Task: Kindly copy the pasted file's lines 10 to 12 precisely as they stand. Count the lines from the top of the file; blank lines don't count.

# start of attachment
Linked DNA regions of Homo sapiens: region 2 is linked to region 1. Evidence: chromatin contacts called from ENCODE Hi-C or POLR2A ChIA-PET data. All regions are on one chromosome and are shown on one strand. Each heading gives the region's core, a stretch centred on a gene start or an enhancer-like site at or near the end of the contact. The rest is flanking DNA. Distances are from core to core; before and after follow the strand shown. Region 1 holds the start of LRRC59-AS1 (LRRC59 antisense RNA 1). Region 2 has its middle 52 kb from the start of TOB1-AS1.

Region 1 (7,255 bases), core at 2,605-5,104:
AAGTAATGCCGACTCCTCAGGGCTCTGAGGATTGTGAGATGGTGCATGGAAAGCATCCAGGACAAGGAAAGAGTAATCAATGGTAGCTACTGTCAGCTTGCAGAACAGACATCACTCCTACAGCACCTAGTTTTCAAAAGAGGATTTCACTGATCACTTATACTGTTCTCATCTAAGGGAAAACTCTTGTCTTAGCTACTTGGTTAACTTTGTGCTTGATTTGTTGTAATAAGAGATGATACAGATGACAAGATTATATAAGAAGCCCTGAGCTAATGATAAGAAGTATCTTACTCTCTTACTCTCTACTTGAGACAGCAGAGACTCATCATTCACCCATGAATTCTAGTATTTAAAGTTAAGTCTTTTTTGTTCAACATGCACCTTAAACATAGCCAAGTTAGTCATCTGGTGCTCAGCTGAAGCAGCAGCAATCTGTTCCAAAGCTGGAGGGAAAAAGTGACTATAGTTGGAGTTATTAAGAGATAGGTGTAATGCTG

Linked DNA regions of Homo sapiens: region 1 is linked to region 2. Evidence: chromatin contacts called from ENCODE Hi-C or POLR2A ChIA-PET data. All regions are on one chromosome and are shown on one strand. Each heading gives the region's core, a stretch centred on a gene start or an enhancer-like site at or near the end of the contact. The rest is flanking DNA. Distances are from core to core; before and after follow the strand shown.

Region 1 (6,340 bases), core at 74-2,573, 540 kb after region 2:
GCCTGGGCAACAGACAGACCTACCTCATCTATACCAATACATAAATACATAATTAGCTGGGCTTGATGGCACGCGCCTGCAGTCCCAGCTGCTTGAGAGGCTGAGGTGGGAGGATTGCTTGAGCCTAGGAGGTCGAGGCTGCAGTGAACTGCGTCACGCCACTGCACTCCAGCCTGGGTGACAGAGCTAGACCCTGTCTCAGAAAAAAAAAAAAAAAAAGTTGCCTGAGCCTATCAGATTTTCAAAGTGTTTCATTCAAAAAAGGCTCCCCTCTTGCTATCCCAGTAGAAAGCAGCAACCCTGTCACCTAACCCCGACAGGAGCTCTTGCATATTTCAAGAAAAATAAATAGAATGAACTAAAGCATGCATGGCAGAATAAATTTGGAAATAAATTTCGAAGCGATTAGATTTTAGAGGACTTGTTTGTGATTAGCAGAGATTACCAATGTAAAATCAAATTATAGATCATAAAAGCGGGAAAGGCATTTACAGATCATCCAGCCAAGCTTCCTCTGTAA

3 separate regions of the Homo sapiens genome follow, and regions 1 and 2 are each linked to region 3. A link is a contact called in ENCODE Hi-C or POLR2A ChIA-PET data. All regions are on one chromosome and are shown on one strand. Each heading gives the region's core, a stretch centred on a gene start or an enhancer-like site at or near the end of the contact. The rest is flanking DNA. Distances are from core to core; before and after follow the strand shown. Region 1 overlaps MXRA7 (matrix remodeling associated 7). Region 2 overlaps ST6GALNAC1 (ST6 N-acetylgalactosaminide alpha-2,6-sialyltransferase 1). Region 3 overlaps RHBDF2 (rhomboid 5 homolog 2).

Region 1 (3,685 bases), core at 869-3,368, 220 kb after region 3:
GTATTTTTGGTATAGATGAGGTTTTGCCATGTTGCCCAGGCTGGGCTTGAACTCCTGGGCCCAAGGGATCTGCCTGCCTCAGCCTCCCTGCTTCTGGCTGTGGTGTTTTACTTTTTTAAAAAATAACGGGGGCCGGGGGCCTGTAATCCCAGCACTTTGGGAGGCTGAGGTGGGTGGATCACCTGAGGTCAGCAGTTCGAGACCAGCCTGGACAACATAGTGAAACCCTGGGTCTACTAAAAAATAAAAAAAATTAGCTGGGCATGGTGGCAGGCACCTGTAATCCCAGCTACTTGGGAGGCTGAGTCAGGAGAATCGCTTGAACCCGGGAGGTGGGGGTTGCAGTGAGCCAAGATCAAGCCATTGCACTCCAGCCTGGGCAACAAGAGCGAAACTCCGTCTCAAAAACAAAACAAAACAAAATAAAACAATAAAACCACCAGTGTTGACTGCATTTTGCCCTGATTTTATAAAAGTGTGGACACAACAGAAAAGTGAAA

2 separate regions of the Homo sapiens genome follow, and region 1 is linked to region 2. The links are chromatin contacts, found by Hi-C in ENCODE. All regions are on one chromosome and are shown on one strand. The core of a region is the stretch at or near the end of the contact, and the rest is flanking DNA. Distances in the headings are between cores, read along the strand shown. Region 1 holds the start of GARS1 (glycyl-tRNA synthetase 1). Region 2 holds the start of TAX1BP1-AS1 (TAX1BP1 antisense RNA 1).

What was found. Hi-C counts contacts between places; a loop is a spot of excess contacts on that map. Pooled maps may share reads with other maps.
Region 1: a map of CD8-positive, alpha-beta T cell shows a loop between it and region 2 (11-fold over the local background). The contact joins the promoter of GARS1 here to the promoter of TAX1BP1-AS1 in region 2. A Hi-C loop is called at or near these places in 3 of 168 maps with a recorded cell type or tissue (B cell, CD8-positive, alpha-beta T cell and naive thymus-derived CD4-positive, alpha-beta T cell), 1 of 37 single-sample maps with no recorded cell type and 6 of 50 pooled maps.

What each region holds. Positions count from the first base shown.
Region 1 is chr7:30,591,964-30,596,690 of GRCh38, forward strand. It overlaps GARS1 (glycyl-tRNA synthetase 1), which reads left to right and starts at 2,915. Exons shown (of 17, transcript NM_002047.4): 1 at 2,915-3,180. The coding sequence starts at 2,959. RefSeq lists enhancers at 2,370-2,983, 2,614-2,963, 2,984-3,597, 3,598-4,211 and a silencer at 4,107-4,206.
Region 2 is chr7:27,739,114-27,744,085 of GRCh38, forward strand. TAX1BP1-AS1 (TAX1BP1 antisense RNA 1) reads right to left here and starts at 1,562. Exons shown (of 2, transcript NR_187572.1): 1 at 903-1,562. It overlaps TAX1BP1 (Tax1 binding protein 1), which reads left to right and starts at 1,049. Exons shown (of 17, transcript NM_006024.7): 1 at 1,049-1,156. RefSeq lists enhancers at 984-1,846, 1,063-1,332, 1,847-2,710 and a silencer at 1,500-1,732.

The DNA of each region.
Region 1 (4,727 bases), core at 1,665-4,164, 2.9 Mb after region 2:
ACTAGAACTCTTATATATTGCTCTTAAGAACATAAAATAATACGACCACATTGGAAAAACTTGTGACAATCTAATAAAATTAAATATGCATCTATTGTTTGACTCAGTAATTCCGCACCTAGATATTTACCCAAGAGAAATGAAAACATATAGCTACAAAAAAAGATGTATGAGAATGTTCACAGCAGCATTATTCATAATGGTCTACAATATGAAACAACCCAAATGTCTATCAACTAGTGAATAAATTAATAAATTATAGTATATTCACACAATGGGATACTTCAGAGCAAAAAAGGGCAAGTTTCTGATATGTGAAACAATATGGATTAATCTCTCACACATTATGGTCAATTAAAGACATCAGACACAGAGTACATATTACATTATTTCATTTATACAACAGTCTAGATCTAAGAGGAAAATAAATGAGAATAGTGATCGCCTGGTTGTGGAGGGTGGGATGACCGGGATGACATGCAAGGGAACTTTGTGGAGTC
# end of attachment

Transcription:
2 separate regions of the Homo sapiens genome follow, and region 1 is linked to region 2. The links are chromatin contacts, found by Hi-C in ENCODE. All regions are on one chromosome and are shown on one strand. The core of a region is the stretch at or near the end of the contact, and the rest is flanking DNA. Distances in the headings are between cores, read along the strand shown. Region 1 holds the start of GARS1 (glycyl-tRNA synthetase 1). Region 2 holds the start of TAX1BP1-AS1 (TAX1BP1 antisense RNA 1).

What was found. Hi-C counts contacts between places; a loop is a spot of excess contacts on that map. Pooled maps may share reads with other maps.
Region 1: a map of CD8-positive, alpha-beta T cell shows a loop between it and region 2 (11-fold over the local background). The contact joins the promoter of GARS1 here to the promoter of TAX1BP1-AS1 in region 2. A Hi-C loop is called at or near these places in 3 of 168 maps with a recorded cell type or tissue (B cell, CD8-positive, alpha-beta T cell and naive thymus-derived CD4-positive, alpha-beta T cell), 1 of 37 single-sample maps with no recorded cell type and 6 of 50 pooled maps.